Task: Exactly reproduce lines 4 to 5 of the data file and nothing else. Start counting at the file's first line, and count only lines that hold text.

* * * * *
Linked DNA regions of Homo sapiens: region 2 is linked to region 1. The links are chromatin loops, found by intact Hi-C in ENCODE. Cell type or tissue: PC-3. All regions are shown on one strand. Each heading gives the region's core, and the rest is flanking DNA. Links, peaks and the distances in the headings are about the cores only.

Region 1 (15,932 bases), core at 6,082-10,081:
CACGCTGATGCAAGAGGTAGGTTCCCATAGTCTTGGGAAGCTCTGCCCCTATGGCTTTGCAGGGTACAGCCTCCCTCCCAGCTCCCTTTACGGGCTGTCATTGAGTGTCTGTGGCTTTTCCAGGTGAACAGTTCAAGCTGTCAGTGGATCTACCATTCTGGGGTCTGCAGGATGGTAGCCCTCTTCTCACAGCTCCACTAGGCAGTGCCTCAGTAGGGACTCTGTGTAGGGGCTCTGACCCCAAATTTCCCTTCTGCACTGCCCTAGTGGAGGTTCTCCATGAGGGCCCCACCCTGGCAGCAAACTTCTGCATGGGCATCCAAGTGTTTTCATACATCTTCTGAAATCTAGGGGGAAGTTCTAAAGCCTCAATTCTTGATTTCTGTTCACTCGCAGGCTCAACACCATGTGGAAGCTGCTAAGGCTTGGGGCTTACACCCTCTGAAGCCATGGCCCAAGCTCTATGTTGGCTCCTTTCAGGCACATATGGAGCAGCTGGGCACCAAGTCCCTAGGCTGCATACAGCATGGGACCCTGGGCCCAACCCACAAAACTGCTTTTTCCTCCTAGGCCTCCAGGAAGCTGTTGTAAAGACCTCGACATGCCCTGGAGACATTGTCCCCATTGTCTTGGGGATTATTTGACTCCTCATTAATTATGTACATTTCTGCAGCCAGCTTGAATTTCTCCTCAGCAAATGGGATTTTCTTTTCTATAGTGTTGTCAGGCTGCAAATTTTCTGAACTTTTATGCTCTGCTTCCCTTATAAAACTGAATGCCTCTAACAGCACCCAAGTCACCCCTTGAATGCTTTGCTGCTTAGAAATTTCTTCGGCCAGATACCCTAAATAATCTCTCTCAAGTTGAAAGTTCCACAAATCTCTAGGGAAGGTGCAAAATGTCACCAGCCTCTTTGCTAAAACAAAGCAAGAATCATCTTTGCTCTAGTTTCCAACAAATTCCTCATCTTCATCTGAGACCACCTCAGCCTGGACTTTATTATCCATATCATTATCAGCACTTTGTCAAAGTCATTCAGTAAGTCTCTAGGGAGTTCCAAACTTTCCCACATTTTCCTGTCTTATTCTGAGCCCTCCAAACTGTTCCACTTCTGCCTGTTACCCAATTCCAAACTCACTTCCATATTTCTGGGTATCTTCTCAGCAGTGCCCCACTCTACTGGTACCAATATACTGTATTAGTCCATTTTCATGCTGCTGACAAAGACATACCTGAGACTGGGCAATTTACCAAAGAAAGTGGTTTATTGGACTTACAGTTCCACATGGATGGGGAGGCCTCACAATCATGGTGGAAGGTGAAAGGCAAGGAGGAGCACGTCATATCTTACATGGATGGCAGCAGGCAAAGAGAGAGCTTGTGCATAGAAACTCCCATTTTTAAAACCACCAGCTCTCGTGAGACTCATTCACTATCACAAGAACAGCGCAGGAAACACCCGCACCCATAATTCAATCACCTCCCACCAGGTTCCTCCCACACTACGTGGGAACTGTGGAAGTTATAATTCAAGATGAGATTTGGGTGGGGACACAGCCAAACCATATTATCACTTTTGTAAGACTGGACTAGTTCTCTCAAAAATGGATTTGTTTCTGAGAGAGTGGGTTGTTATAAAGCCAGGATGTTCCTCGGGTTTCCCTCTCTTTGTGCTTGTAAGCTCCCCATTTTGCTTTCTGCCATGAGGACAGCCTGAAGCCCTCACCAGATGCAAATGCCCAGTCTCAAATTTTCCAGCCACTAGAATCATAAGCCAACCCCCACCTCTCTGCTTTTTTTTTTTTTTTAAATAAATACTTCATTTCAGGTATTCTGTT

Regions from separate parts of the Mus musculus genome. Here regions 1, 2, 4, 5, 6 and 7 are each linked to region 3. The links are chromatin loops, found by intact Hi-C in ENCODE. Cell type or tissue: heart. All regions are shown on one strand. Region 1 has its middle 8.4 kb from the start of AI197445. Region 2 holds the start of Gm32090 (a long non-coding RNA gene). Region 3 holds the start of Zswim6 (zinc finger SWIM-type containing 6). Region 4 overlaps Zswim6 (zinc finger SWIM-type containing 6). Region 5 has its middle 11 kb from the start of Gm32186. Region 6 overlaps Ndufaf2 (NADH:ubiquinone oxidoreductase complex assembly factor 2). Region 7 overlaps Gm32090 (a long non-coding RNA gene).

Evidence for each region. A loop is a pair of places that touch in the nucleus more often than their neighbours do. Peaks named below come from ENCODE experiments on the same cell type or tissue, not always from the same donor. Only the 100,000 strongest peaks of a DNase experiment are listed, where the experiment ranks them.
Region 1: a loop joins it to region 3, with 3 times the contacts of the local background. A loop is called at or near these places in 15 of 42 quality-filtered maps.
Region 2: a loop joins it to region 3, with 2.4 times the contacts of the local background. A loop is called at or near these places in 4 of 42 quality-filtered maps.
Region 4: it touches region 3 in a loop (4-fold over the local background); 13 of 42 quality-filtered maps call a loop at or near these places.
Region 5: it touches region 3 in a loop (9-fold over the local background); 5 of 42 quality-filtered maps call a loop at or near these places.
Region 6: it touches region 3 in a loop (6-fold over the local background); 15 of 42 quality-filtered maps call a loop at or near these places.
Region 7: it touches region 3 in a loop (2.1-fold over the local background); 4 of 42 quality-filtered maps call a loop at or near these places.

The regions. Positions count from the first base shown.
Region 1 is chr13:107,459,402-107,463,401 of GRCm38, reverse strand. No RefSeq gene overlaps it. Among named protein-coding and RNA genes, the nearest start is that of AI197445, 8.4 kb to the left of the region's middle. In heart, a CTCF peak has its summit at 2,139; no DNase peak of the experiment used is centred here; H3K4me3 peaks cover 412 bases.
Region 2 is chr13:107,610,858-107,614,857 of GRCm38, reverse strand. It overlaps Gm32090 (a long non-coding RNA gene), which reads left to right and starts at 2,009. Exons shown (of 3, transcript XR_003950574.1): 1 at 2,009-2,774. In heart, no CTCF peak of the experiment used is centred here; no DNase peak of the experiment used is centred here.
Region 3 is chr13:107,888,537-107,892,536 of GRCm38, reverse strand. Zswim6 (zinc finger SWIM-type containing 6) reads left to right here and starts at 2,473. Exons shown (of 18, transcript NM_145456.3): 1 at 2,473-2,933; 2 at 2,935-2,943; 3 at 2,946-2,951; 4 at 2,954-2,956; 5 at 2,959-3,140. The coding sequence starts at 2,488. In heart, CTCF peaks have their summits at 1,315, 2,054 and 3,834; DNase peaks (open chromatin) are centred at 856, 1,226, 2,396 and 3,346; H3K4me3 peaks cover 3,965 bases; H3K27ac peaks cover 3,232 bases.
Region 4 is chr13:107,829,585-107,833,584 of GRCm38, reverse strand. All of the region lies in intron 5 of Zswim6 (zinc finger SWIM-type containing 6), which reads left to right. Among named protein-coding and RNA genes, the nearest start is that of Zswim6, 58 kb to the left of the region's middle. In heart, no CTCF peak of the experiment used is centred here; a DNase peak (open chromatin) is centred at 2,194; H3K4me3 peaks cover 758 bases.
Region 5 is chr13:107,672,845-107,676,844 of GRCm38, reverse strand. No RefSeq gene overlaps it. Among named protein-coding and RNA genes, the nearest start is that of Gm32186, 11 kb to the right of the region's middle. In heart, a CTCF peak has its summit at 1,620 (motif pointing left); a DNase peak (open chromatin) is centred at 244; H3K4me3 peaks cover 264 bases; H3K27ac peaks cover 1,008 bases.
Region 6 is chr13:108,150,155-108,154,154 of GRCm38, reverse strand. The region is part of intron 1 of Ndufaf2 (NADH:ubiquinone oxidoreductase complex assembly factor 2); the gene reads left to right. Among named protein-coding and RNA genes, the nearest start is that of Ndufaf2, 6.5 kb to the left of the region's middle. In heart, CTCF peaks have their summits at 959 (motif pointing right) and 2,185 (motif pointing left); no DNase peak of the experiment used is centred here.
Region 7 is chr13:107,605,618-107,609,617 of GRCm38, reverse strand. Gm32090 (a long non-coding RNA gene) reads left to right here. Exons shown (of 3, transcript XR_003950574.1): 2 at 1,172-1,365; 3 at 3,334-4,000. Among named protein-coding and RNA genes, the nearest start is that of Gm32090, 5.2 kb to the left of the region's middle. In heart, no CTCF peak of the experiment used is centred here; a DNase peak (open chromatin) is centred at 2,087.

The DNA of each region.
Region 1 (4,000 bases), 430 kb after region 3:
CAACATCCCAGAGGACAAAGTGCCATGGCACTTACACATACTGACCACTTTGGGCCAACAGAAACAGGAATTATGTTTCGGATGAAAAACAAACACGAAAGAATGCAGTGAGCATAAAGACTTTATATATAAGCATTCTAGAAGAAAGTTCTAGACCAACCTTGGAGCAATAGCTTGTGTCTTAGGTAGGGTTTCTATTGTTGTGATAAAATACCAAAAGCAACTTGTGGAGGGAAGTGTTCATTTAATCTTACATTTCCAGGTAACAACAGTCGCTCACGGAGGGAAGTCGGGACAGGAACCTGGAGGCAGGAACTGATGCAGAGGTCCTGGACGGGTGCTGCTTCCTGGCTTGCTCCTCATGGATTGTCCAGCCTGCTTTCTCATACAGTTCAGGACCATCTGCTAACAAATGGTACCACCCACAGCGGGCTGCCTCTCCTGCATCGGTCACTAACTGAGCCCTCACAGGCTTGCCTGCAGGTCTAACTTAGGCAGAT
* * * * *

Regions from separate parts of the Mus musculus genome. Here regions 1, 2, 4, 5, 6 and 7 are each linked to region 3. The links are chromatin loops, found by intact Hi-C in ENCODE. Cell type or tissue: heart. All regions are shown on one strand. Region 1 has its middle 8.4 kb from the start of AI197445. Region 2 holds the start of Gm32090 (a long non-coding RNA gene). Region 3 holds the start of Zswim6 (zinc finger SWIM-type containing 6). Region 4 overlaps Zswim6 (zinc finger SWIM-type containing 6). Region 5 has its middle 11 kb from the start of Gm32186. Region 6 overlaps Ndufaf2 (NADH:ubiquinone oxidoreductase complex assembly factor 2). Region 7 overlaps Gm32090 (a long non-coding RNA gene).

Evidence for each region. A loop is a pair of places that touch in the nucleus more often than their neighbours do. Peaks named below come from ENCODE experiments on the same cell type or tissue, not always from the same donor. Only the 100,000 strongest peaks of a DNase experiment are listed, where the experiment ranks them.